Denmark has set itself an ambitious target: the country wants to be carbon neutral by 2050, where it is able to absorb at least as many greenhouse gases as it produces. Food production and agriculture is central to reducing emissions, the government believes.
As part of its effort the Danish Ministry of Energy, Utilities and Climate has proposed a packaged of measures in a report entitled Together for a Greener Future.
Calling on all Danes to “come together and embrace a shared responsibility for our planet”, the proposal includes 38 “concrete initiatives” to ensure cleaner transport, efficient agriculture, more environmentally-friendly shipping and a green transition in housing and industry.
In the food and agriculture sector, key proposals include a “climate- and environmentally-efficient agricultural sector” with a “strong focus on research” alongside a “behavioural campaign with climate labelling”.
Research funding boost
In order to make Danish agriculture more environmentally friendly, the government has allocated DKK 90 million for research for the next fiscal year.
"It is important that we take care of the challenges and make sure that we are reducing our climate less in the future. Denmark currently has one of the EU's most climate-efficient farms. If we want to maintain that leadership and maintain efficient farming, it is necessary to find more climate-friendly production methods so that we can maintain the large exports of agriculture and the many jobs. It is not necessarily easy, and it requires new knowledge,” said Environment and Food Minister Jakob Ellemann-Jensen.
Plans on the climate friendly labelling are more vague. Responding to queries over the impact that the introduction of carbon labelling would have on business, and SMEs in particular, a spokesperson for the Ministry of Energy, Utilities and Climate told FoodNavigator that detailed plans would be drawn up through a consultation process.
"The government will launch a campaign to make it easier to make climate-friendly choices, including a climate mark. Efforts must be made with relevant experts and business. Therefore, the [detailed] content of the climate label is not defined,” the spokesperson explained.
Food sector welcomes proposal
Food sector body the Danish Agriculture and Food Council said that a climate label was a “fine idea” as it would enable Danish products to highlight their environmental credentials.
Claiming that Danish food production is among the most climate friendly in the world, Morten Høyer, director of the Danish Agriculture and Food Council, said that he hopes such efforts will enable Danish food makers to play a leading global role in developing sustainable food systems.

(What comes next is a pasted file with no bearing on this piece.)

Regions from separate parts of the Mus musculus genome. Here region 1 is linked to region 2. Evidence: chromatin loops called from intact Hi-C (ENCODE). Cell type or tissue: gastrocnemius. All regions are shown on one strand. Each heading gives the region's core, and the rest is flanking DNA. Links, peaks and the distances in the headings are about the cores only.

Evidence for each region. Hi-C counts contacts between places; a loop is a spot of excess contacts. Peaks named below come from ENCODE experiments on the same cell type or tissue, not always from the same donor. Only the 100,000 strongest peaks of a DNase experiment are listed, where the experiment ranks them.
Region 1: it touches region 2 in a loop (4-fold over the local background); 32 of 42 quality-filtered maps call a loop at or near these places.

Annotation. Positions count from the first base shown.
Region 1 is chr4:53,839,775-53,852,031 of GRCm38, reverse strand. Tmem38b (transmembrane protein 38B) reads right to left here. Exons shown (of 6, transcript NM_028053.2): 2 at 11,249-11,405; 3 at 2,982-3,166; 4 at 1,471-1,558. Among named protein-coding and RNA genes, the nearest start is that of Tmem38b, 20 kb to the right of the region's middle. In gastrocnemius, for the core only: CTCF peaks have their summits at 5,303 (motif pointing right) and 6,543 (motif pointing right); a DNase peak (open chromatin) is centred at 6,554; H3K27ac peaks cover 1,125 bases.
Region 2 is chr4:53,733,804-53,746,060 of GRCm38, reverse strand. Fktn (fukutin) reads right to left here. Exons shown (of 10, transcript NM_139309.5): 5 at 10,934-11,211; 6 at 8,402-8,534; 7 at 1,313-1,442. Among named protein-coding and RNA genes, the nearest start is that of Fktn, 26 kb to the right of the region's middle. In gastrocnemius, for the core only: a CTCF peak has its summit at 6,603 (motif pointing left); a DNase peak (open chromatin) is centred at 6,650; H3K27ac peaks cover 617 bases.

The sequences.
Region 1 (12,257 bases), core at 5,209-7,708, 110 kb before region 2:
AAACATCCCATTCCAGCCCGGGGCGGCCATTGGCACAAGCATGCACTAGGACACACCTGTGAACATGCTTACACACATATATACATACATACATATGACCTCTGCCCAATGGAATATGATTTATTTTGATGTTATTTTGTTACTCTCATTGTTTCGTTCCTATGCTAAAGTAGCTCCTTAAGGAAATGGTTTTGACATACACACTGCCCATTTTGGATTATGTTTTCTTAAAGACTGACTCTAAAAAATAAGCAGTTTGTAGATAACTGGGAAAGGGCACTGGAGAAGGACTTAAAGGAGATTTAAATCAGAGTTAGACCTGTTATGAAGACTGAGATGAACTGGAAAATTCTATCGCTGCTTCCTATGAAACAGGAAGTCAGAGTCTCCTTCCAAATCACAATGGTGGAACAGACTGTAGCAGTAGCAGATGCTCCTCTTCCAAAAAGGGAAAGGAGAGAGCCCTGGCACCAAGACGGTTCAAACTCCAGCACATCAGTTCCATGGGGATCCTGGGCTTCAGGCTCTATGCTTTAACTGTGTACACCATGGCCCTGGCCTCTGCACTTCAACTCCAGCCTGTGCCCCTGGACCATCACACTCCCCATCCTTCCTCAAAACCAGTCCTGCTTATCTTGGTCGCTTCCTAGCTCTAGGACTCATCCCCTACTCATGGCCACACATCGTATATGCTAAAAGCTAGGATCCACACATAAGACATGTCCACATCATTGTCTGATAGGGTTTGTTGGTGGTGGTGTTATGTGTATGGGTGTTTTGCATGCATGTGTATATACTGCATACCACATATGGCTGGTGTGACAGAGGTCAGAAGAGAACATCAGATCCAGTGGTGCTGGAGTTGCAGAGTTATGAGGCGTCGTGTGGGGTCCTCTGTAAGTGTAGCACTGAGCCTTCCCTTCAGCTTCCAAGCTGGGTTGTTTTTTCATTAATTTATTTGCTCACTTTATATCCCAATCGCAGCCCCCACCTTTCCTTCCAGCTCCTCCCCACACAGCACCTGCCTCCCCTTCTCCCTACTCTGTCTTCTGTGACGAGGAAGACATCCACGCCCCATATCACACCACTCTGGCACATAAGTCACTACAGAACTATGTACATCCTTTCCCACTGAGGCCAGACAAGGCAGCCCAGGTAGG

“In Denmark, we want to showcase our production. Everyone knows that food production influences the climate, but if the rest of the world produced food the way we do in Denmark, the world would be a better place. If we can get a label that truly shows who produces food in the most climate friendly way, that is a fine idea,” he said.
The devil is in the detail
The proposed food label would aim to show consumers how what they eat and drink affects climate change. The Danish Agriculture and Food Council said that this was not a “new” concept and noted that it has been working on developing a climate label at an EU level. This experience has highlighted a number of challenges, Høyer continued.
For example, it may be necessary to compare the climate effect of a product with how nutritious it is. A soda might only have a small impact on the climate, but it is not nutritionally balanced, Høyer noted.
In particular, Høyer singled-out plant-based products for scrutiny. According to a study from Copenhagen Economics, commissioned by the Danish Council on Climate Change, almost 80% of GHG emissions from Danish agriculture is "ultimately" the result of cattle and swine breeding. However, Høyer stressed the need to take issues like air miles, transportation and logistics as well as production methods and agricultural practices into account when comparing the carbon footprint of different products.
“Our goal is to develop an accurate label. We must include every piece of information so products like plant-based substitutes for ground meat have information on the climate impact of the soy in the product, which is produced in South America. Things like these are difficult to calculate, so we have a worthy challenge ahead of us before we can say with certainty that we have the right solution for a climate label,” he concluded.